LVRR train for Ingersoll-Rand employees

Discussion related to the Lehigh Valley Railroad and predecessors for the period 1846-1976. Originally incorporated as the Delaware, Lehigh, Schuylkill and Susquehanna Railroad Company.

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LVRR train for Ingersoll-Rand employees

Postby blackdiamond » Fri Feb 22, 2013 11:07 pm

When I worked as an extra-board agent/operator for the Lehigh Valley Railroad in the early 1970's, a long-time LVRR coworker once told me about an employee-only passenger train that the railroad had operated in the Easton, PA/Phillipsburg, NJ area for local Ingersoll-Rand employees, very early in the twentieth century. According to her, the train would commence its run on the LVRR's South Side branch in Easton in the morning, stopping to pick up the neighborhood's Ingersoll-Rand employees at various locations along the local streets, much in the manner of a streetcar. After collecting its full complement of I-R workers, the train would enter the LVRR mainline west of Easton, proceed eastbound to Easton, connect to the Jersey Central, cross the Delaware River bridge, traverse the Central mainline to that road's branch into the Phillipsburg Ingersoll-Rand plant, and travel that branch into the plant, where it would deposit its passengers. The entire process would be reversed at the end of the work day.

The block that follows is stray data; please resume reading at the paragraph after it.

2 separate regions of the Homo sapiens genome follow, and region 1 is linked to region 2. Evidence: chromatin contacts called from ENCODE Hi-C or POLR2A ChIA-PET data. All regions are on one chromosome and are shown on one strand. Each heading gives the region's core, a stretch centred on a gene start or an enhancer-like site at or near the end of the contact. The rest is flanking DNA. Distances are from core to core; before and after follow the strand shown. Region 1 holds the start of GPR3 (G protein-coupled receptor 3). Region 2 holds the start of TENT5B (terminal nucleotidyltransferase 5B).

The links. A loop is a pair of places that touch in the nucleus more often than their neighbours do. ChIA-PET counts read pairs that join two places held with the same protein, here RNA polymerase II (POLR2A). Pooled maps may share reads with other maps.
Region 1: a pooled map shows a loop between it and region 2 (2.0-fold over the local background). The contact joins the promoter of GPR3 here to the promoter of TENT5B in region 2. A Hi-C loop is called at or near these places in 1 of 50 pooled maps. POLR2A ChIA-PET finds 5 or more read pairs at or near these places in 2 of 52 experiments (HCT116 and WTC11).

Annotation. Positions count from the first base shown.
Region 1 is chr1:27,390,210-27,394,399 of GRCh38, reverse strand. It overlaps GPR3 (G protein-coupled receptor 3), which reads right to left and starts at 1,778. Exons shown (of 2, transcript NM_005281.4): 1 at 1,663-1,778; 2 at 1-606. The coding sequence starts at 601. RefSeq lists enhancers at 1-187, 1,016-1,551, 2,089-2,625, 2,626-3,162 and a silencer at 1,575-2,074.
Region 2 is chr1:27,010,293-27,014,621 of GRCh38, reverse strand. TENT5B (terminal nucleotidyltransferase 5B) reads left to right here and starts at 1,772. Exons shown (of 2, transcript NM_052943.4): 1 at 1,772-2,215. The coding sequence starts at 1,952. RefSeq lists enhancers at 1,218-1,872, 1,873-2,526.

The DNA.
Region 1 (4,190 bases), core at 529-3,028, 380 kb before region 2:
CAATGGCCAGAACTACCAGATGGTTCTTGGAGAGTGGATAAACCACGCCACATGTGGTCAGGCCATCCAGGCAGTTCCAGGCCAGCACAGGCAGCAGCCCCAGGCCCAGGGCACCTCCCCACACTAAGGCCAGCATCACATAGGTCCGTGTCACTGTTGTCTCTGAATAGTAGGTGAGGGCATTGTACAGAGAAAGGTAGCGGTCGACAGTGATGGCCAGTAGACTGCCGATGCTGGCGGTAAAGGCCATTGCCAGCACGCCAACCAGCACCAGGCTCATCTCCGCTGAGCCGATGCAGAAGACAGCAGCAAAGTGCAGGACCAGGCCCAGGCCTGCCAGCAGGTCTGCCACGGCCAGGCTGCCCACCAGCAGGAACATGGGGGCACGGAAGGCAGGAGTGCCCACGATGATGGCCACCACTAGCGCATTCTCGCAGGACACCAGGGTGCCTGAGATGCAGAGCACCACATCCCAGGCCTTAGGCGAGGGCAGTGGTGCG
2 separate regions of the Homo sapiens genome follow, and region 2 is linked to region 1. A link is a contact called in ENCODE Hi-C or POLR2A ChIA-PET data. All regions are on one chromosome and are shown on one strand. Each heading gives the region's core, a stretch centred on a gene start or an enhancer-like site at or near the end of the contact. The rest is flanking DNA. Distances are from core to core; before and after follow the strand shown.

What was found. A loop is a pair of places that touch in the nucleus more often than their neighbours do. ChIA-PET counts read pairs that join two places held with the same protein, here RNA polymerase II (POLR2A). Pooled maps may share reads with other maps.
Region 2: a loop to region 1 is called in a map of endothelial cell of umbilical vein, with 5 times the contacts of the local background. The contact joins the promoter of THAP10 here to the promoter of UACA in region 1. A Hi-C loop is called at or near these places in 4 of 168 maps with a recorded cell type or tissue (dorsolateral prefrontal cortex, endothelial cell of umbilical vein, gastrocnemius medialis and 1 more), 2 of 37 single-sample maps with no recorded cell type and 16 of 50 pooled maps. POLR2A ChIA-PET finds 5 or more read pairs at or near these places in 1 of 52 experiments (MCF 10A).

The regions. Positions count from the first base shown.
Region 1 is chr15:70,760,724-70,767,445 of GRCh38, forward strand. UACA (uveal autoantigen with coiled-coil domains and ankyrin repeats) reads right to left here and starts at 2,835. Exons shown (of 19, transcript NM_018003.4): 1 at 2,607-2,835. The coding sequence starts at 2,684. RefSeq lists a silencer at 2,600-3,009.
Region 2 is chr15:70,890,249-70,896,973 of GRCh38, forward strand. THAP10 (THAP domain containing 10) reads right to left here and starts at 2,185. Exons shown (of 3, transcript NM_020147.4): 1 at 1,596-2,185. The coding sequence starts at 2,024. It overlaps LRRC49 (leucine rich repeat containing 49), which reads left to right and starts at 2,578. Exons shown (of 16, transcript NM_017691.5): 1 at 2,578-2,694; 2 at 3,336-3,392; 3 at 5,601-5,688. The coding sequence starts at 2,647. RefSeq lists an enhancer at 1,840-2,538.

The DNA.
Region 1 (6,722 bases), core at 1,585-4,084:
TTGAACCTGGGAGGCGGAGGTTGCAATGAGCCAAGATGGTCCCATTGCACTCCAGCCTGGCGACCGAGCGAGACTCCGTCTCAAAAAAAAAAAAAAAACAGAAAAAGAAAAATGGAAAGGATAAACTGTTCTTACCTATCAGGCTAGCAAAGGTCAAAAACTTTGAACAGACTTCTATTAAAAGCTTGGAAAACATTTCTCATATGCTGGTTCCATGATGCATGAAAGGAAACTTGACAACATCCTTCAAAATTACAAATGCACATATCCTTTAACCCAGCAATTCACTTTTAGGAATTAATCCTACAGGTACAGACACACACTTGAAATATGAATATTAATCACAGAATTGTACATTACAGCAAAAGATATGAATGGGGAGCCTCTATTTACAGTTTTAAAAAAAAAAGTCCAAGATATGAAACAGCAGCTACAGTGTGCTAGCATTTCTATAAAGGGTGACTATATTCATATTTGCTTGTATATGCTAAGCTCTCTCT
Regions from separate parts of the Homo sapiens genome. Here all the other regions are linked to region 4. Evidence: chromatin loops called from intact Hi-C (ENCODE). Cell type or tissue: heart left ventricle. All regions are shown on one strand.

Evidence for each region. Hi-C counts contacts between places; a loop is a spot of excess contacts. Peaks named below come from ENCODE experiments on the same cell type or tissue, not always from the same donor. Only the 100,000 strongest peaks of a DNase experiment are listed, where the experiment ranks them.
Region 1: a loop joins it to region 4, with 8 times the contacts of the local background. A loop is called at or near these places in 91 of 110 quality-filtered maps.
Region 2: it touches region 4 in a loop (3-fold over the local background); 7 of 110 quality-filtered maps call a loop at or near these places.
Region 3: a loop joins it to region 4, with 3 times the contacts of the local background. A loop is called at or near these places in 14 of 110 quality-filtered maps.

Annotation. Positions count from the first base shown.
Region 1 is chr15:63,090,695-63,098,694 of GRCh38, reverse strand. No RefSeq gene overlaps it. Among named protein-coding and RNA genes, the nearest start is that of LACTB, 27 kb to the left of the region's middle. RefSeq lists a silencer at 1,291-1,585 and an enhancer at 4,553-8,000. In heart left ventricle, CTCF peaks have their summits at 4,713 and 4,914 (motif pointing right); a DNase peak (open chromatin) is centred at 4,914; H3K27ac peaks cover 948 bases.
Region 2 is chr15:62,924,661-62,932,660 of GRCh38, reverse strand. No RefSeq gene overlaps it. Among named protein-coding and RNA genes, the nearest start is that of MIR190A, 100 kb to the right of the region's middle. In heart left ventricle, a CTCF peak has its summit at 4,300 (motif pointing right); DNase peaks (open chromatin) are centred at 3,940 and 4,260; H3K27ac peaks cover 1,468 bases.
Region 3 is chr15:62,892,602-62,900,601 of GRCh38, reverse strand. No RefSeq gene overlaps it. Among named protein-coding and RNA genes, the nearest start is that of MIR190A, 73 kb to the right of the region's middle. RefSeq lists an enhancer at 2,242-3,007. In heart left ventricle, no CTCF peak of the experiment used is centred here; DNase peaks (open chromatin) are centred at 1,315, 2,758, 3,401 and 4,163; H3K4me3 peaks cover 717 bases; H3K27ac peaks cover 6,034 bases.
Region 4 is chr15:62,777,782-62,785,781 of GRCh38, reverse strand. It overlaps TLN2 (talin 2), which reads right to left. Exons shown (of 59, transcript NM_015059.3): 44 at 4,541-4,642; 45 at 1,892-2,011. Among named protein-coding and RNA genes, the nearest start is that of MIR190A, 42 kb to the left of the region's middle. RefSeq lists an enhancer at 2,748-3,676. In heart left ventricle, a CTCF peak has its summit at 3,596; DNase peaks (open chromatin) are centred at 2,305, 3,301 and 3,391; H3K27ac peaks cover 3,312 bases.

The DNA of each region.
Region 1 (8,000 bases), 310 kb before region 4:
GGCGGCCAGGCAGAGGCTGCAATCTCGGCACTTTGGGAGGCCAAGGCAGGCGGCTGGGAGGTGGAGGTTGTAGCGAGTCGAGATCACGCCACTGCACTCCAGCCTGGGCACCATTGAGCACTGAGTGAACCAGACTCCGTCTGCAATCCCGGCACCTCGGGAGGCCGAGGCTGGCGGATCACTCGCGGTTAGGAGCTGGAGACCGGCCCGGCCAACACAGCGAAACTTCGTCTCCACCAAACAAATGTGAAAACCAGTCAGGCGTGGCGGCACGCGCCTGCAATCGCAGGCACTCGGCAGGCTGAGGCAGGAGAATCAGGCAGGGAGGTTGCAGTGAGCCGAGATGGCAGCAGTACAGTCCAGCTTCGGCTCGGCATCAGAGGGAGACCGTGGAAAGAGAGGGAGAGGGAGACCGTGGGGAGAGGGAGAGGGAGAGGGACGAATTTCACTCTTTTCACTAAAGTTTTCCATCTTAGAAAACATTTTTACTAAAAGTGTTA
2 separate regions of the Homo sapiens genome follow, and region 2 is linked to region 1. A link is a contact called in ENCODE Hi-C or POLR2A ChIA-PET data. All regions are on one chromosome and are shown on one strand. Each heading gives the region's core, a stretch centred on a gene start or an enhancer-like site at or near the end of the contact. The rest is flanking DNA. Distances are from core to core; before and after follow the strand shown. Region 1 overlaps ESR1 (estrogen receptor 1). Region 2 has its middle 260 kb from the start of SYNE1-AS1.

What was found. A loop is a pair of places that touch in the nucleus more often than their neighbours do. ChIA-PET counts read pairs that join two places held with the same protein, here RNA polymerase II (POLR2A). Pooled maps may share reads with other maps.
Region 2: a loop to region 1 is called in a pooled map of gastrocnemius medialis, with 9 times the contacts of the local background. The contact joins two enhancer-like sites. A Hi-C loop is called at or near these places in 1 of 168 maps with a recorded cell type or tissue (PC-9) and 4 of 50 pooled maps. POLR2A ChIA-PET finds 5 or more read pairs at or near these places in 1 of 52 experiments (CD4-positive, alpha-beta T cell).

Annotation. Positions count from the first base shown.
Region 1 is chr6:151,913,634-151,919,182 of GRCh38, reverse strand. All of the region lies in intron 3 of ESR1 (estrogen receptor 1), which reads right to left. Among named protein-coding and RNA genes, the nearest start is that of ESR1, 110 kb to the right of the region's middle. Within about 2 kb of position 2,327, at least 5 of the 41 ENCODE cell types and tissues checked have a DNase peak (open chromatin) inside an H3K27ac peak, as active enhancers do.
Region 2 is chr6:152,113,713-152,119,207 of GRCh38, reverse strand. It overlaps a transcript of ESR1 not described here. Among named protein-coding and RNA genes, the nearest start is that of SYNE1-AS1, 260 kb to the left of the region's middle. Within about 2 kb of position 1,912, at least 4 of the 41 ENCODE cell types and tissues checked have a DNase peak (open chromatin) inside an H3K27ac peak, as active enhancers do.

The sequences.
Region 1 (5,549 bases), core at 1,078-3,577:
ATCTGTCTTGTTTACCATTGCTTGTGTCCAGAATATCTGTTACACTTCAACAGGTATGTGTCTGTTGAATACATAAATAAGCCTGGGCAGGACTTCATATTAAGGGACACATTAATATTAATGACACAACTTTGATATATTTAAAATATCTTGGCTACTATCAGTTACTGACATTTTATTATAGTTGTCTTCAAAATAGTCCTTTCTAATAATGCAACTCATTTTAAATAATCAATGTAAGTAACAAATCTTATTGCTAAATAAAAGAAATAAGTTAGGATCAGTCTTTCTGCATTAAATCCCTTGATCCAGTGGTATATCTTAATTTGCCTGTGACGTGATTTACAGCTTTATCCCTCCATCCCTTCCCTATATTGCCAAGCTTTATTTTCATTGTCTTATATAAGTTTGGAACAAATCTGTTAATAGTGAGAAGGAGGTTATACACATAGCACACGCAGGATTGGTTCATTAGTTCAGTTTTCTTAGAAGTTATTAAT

I have never found anything in print about this train, nor have I ever seen or heard any mention of it and I am wondering if anyone else out there has?

Thanks for you time.
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Re: LVRR train for Ingersoll-Rand employees

Postby wis bang » Wed Mar 06, 2013 11:08 pm

Growing up in South Easton I know that the Line did extend to the west end of the silk mills, roughly to around Lincoln & Coal streets; and was cut back to Line Street according to the topo maps from the 30's. The end of the ROW was cut by housing built in the early 20th century after the mills converted to bunker oil instead of coal. Leaving two blocks of athletic fields [Pioneer & Stern fields] where they later built a large elementary school and a few streets that were not cut thru [600 block of Grant st] after the rails came up.

Most of the population lived on the opposite end of South Easton, not many people lived along the rail line [even less after it was cut back] so the image of the train picking up passengers making trolley stops couldn't have happened.

Without a bus to gather them up, this might not been too efficient but industrial companies did do things to bring in labor and to keep key people close by providing company houses [my mom grew up in C K Williams company houses] so it may have happened and Ingersoll-Rand would have been in the position to pay for a special train. The rock drill division alone had to be making a profit!

I know I never heard of this and anyone I knew who would know is long gone. It would have been a neat commute thru the Iron pit and around the horse shoe down to join the main in Glendon.

I know that Easton residents hiked over the RR bridges to get to I-R during the 1955 flood, I remember a friends dad talking about it being the only way across the flooded river to NJ.
Grandson of a LV Conductor & I remember the EL running behind the Univ. of Scranton [class of 76]
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